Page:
Over the Christmas break, I set some time aside to tackle a handful of issues in my studio. I don't usually have a lot of "downtime" so I took this opportunity to really identify and resolve some problems in my studio setup.
Since moving into my new recording studio I have noticed that the performance of my studio monitors hasn't been quite right. I've used a set of active ADAM Audio P22a monitors since 2008. I absolutely adored these monitors in my previous studios but in my new studio these didn't sound good at all. The new studio seemed to be taking away the character of my ADAM P22as, this room made these monitors sound very honkey.
In the article, I explain how I recognised a problem within my monitoring setup, how I tweaked the placement of my monitors to improve the frequency response and how I fixed an artificial sound caused by the Sonarworks Reference correction process by way of a new studio subwoofer.
Studio Monitoring Problems In New Studio
Regular visitors of Pro Tools Expert are probably thinking "Dan, you use Sonarworks, why not use Reference 4 to correct the problems in your monitoring?" The first thing I did when I moved into the studio was run the Sonarworks Measurement application. I found the results quite alarming...
The blue curve displays the frequency response (performance) of my monitors in the studio from the listening position. The green curve displays the corrections made by the Sonarworks Reference software. The correction adds and subtracts areas across the entire frequency response of studio monitors to give playback a flat frequency response, which the Sonarworks software accomplished, however, note the -12db dip between 70Hz - 100Hz on the blue measurement curve followed by a +6db boost in the 100Hz band. If I disabled Sonarworks my monitors sounded very honkey, with Sonarworks engaged everything sounded much better and how I expected my monitors to sound, however, after a couple of weeks of mixing in the new studio I started noticing a weird "flabby sound" in the low end that I had never heard before through my monitors.
This flabby sound was only audible in some styles of hard-hitting full production music. It's difficult to describe this sound, it sounded like a loose kick drum head that needed tightening or a drum mic resting on a drum tom skin. This sound didn't stop me from working with Sonarworks though, nor did it stop me from delivering mixes to my clients however this sound was very irritating, I knew I had to problem solve this issue at some point.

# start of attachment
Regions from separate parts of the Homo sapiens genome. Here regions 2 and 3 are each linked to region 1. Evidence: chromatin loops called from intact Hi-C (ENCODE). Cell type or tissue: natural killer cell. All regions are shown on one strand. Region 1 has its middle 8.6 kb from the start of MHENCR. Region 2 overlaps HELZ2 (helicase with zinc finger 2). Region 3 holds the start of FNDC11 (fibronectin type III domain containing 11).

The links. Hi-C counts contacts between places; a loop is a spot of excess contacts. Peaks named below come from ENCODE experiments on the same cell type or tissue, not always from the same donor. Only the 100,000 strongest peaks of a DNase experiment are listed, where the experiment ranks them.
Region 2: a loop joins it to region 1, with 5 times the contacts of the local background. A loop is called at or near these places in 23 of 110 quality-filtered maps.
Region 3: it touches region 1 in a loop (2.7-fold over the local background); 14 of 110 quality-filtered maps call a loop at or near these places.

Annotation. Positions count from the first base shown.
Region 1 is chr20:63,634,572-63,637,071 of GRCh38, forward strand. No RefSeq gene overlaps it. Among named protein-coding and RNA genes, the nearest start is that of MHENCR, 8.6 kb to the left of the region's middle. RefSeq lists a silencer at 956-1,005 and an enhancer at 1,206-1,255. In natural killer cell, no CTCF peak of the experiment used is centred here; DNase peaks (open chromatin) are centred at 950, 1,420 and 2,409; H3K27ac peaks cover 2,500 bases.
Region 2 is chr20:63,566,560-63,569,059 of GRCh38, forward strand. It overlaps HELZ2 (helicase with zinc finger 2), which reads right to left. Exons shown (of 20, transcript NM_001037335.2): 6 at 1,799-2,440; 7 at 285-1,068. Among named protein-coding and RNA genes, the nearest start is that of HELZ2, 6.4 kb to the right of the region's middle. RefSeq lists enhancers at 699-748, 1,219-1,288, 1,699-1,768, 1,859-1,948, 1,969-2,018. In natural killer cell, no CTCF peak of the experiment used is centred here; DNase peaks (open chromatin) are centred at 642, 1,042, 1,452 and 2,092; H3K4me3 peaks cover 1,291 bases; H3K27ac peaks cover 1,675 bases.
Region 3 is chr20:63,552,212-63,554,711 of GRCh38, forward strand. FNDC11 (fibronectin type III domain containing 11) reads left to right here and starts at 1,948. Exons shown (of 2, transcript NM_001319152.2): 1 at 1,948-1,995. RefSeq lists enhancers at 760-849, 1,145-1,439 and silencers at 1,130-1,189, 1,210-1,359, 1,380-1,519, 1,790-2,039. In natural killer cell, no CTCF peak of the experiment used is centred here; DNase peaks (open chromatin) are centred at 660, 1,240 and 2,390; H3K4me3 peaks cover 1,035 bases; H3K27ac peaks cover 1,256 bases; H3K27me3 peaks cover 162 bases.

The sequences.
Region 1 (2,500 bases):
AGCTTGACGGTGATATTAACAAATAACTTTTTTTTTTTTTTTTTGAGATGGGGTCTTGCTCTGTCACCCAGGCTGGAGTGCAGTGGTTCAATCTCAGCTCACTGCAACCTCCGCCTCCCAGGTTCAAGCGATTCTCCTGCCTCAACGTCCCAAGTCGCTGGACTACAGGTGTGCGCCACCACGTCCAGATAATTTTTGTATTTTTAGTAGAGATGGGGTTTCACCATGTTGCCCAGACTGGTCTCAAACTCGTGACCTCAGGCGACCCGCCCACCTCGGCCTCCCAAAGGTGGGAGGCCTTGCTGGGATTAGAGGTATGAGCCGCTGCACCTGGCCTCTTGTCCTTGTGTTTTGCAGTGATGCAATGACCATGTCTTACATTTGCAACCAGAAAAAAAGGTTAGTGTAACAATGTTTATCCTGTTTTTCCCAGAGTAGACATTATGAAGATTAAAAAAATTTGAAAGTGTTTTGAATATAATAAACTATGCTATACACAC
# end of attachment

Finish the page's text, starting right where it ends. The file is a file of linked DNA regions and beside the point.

Changing The Height Of The Monitors
Julian inspired me to try this. I dropped the height of the monitors by about 2 inches and remeasured the monitors using Sonarworks. The frequency response appeared to be much better in the low end range:
I suspect the extreme flabby sound I was getting from Sonarworks Reference 4 was the sound of my monitors physically working too hard to boost the 12db 70Hz - 100Hz range to make up (correct) what was being lost in the frequency response due to standing waves caused by the shape and construction of my studio. The flabby sound was reduced but still audible after the height adjustment. I thought... I've gone this far, let's keep investigating...
Take A Load Off
I had a brainwave, what if my monitors didn't need to work so hard? What if I incorporated a subwoofer to handle the bottom end? I've never owned a studio subwoofer in the studio before. If I did, I would have had many noise complaints. Luckily, I now have a soundproof studio so I had no excuse to not get a subwoofer in my monitoring setup.
I did a little bit of research and ordered an ADAM Audio Sub8. These are relatively inexpensive subwoofers that have a handful of nice features such as servo pots, remote control and 160 watts (RMS) of pure power.